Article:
The diocese of Broome was saddened by the news that its first bishop passed away peacefully at home in Innsbruck, Austria, last week.
Bishop John Jobst, well known throughout the Kimberley as the “flying bishop” for his habit of piloting light aircraft to visit his far-reaching parishioners, died on Saturday, July 5 at the age of 94.
The German-born John Jobst was bishop of the Kimberley region for nearly 37 years, retiring in 1995.
A Pallottine missionary, Bishop Jobst’s love and care for Australia’s first peoples is well known, with many remarking on the man who did so much for Aboriginal people and who passed away as the Diocese of Broome began early celebrations for NAIDOC week (last week) a celebration of Aboriginal culture, history and achievements.
He was a pioneer of remote education in northern WA and helped establish several schools in Aboriginal communities, and was also a founder of Notre Dame University in Broome and a passionate advocate of Indigenous land rights.
Current Bishop of Broome Christopher Saunders said Bishop Jobst was interested in schooling in remote Aboriginal communities years before Indigenous education became a government priority.
“He was well known for using his pilot licence to cover his vast bush parish,” Bishop Saunders said.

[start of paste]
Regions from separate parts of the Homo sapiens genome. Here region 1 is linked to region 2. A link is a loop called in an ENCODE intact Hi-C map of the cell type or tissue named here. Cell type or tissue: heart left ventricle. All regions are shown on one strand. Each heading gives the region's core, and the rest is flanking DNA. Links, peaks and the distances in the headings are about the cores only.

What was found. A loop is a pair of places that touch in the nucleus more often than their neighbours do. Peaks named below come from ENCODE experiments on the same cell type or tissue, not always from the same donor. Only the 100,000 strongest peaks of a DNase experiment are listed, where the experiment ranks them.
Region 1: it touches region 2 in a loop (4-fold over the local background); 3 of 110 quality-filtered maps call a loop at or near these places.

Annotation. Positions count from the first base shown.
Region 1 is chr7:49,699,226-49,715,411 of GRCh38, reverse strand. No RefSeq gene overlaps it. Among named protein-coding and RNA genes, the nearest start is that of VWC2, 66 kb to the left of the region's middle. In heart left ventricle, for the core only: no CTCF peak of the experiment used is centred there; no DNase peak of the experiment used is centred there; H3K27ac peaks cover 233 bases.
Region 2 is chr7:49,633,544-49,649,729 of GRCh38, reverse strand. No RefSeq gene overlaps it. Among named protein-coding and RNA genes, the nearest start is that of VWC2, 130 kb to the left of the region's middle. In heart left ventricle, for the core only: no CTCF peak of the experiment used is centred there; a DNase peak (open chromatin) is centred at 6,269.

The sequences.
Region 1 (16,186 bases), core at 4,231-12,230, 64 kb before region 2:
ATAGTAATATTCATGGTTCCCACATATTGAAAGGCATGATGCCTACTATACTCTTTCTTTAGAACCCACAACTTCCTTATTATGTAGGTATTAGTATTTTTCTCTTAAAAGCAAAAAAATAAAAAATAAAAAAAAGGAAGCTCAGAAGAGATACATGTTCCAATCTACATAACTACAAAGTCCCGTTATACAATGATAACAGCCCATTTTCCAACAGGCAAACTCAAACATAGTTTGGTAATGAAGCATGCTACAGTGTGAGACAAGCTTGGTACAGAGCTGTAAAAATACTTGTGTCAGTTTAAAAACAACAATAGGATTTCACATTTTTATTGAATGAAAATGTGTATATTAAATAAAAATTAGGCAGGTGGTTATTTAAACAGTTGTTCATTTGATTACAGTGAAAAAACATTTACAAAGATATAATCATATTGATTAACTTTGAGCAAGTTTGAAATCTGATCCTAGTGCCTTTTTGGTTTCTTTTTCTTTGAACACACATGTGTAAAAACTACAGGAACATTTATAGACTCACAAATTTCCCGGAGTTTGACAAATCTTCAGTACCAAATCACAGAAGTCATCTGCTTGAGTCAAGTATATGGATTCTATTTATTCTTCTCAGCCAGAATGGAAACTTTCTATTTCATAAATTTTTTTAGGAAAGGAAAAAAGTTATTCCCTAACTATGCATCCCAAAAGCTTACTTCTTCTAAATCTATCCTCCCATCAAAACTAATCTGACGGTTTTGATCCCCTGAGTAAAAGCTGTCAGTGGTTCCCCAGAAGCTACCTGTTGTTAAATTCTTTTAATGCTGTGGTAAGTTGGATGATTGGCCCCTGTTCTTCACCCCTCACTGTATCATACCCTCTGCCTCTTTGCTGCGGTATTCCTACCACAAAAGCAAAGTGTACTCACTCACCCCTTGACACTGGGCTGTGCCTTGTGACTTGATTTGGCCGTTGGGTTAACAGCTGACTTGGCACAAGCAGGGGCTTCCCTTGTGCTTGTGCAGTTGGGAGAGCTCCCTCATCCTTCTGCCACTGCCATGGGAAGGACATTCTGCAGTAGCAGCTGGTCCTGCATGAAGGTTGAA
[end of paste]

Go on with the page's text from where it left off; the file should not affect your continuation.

“He flew those aircraft around the Kimberley, from station to station and from town to town and some of the towns weren’t much of a town then,” he said.
“But he was always willing to cart something, or go out of his way, or pick up someone who was sick or ill.”
Bishop Saunders said his predecessor was a “fiercely determined” man.
“He turned determination into an art form and failure was something that he didn’t live with very well,” he said.
“Hence it was that he started eight remote schools in the Kimberley and was instrumental in getting the University of Notre Dame in Broome going.”
His affection for the “top-end” and the people of the Diocese of Broome was well known, and he returned to Broome on several occasions following his retirement.
“I was told by his carers that his last words were about the Kimberley and wanting to return there. ‘I must go back to the Kimberley. I want to see them (the people). I want to see they are cared for,’” Bishop Saunders said.
Born February 4, 1920 and baptised Johannes – John when translated to English – he was the son of devout Catholic parents and was raised on a farm near Brennberg, Germany.
On leaving school, he joined the Pallottines only to be drafted into the German Army at the outbreak of World War II.
Bishop Jobst returned to the seminary following his compulsory service and was ordained a priest on July 9, 1950.
Appointed to Australia together with Fr John Lenmann, the young Fr Jobst began his ministry at Beagle Bay.
He later went to the Pallottine Australian House of Studies as Spiritual Director, leading to his appointment as Bishop of the Vicariate of the Kimberley in January 1959 and then Bishop of the Diocese of Broome in 1966.
He also attended all four sessions of Vatican II.